Venezuela Bond Buyers See Windfall on Long-Shot Electoral Upset
(Bloomberg) -- The chances are tiny. The payoff could be huge.
That’s the calculation a small number of investors in Venezuela’s debt are making as they size up the chance of an electoral upset for the ages -- a vote in May that would oust President Nicolas Maduro and replace him with a more market-friendly alternative.
The math goes like this: If Maduro wins, bondholders will be in the same place they are now -- stuck holding onto their defaulted notes with little hope they’ll get repaid anytime soon. But a victory by opposition candidate Henri Falcon could clear the way for a restructuring at prices significantly above current levels near 30 cents on the dollar. (The 56-year-old would need sign-off from Venezuela’s opposition-led National Assembly).
“The election has optionality,” said Jan Dehn, the London-based head of research at Ashmore Group Plc, which is overweight Venezuelan debt. “If Falcon wins, the game changes entirely.”
At least six investment firms are buying Venezuelan debt with an eye toward a post-election payoff, according to money managers who asked not to be identified for compliance reasons.
Bondholders and bond prices have mostly been mired in limbo since November. That’s when Maduro said international financial institutions were conspiring to hobble the economy, forcing the country to suspend debt payments and seek to restructure its obligations. But U.S. sanctions imposed for anti-democratic moves and human-rights violations mean Venezuela can’t issue new bonds that would generally be part of any restructuring. Thus, not much changes as long as Maduro remains in power and the sanctions stay in place.
To many analysts, Maduro’s re-election is as much of a lock as Vladimir Putin in Russia or Abdel Fattah el-Sisi in Egypt. They say chances of him going down at the ballot box are slim to none given his virtual stranglehold on the media, his jailing of the most popular opposition politicians and the lack of electoral observers in a vote that some regional leaders have already criticized as fraudulent.
Yet Falcon, who’s pledged to lead a creditor-friendly debt restructuring, has some crossover appeal as a former backer of late socialist leader Hugo Chavez and a recognizable face on Wall Street and in Washington. And Venezuelans appear desperate for change.
More than nine in 10 hold a negative view of their nation’s situation amid its worst-ever recession, a rapidly depreciating currency and annual inflation estimated at 6,147 percent. In a head-to-head matchup, 29 percent of Venezuelans said they’d pick Falcon versus 19 percent for Maduro, according to a March survey by Caracas pollster Datanalisis.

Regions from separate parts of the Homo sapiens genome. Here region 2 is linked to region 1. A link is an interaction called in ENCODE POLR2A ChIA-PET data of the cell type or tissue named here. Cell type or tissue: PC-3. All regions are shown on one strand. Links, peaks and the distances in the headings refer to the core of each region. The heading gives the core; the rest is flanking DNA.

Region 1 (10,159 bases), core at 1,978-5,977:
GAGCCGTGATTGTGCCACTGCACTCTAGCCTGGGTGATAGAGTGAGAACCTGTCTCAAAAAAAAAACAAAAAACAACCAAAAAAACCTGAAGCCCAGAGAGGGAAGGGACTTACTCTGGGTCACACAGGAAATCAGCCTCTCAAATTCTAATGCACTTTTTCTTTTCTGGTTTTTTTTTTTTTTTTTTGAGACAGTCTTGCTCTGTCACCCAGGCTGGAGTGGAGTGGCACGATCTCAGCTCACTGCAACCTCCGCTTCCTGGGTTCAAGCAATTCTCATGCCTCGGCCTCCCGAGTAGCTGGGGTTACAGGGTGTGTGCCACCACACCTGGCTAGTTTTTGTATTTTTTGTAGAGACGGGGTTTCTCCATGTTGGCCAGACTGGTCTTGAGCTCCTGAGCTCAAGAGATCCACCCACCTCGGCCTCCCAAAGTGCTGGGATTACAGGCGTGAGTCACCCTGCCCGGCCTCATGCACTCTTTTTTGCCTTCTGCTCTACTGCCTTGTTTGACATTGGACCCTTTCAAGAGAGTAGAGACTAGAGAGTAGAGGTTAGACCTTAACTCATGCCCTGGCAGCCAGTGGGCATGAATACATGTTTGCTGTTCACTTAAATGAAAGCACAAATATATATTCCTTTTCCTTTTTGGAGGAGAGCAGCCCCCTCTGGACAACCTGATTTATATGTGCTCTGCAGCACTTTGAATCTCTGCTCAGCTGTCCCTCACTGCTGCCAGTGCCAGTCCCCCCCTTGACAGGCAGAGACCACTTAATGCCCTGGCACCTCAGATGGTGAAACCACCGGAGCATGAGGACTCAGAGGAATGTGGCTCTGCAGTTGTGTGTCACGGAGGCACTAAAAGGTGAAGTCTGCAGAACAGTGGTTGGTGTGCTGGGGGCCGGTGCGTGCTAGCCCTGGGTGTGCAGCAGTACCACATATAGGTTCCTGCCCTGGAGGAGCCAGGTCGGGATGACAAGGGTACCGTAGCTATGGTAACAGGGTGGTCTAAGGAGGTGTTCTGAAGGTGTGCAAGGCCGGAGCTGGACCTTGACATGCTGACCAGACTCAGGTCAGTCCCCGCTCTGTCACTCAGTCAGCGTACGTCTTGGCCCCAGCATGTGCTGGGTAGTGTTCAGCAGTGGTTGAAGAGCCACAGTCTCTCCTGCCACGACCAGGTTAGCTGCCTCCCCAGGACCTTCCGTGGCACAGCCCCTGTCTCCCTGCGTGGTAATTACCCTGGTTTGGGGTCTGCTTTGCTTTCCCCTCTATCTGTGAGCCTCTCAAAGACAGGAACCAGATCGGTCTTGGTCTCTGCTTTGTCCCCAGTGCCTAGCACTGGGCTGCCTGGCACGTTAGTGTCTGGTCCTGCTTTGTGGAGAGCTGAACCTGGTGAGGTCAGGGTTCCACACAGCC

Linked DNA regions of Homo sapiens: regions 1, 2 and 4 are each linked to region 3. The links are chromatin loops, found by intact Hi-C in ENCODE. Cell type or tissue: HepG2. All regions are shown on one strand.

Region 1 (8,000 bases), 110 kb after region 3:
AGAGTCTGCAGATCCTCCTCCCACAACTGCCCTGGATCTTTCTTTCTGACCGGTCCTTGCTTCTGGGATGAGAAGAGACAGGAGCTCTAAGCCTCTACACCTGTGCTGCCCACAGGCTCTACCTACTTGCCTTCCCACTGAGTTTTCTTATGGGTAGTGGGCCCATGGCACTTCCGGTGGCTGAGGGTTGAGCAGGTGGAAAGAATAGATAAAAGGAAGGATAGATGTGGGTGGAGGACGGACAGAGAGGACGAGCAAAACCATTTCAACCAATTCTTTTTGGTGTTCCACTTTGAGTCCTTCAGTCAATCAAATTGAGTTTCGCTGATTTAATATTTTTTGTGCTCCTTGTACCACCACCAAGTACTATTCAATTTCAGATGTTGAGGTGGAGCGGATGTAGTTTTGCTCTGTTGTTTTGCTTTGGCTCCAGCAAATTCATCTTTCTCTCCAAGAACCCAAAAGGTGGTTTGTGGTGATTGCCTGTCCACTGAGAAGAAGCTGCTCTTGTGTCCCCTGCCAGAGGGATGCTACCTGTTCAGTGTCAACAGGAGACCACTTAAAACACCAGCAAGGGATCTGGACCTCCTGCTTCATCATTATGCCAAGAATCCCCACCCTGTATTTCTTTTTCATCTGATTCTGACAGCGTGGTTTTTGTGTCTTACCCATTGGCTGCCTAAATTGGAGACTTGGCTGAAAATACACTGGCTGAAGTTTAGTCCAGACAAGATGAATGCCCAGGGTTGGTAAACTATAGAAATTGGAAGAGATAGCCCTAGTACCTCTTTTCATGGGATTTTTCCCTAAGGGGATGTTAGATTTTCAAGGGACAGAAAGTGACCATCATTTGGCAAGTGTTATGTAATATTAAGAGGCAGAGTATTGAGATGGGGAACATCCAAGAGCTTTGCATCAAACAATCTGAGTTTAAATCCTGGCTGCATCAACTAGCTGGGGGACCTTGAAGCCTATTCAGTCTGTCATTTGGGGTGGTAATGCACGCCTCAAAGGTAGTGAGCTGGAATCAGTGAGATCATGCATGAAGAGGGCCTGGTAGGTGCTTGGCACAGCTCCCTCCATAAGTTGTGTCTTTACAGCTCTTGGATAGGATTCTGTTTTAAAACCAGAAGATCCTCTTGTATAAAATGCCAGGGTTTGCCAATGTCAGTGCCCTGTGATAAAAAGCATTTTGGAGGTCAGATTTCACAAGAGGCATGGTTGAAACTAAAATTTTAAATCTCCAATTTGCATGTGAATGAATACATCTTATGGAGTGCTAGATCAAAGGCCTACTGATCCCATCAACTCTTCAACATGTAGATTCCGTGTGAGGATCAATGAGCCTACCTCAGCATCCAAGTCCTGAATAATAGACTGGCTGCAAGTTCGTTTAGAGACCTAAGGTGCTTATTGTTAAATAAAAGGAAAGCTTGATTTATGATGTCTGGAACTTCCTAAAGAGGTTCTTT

Still, current bond prices reflect a low probability of Falcon winning, according to Shamaila Khan, director of emerging markets at AllianceBernstein. Venezuela’s benchmark dollar bonds due in 2027 trade at 32 cents on the dollar, down from 50 cents a year ago.
While Dehn assigns just a 25 percent chance that Maduro will lose the election, he says that Venezuela’s rapid decline could accelerate his exit via a military coup or a popular uprising.
“Given the speed at which Maduro is sawing away at the branch upon which he sits, it cannot be long,” he said.
Other investors are spooked by the prospect of Maduro clinging to the presidency. In their nightmare scenario, he would not only win re-election but further consolidate power.
Knossos Asset Management, the Venezuelan-dedicated hedge fund known to make big bets on the nation’s debt, has diversified its portfolio to include Ecuador, Argentina and Turkey with just 10 percent invested in Venezuela, according to co-founder Francisco Ghersi.
Even if Falcon wins, there’s no guarantee the Trump administration would lift its current restrictions on a restructuring. But Treasury Department officials have said privately that those restrictions were drafted with the intent of forcing out Maduro, alluding to the ban likely being lifted once that occurred, according to two people with knowledge of the matter.
That’s leading some bondholders to feel increasingly optimistic that maybe, just maybe, months of being stuck with little recourse as $2 billion in debt payments went overdue will all be worth it.
"The upside is larger than the downside," said Victor Fu, the New York-based director of emerging-market sovereign strategy at Stifel Nicolas & Co. "But the downside is not just losing a little money. The downside could be that bonds move back to their previous lows."
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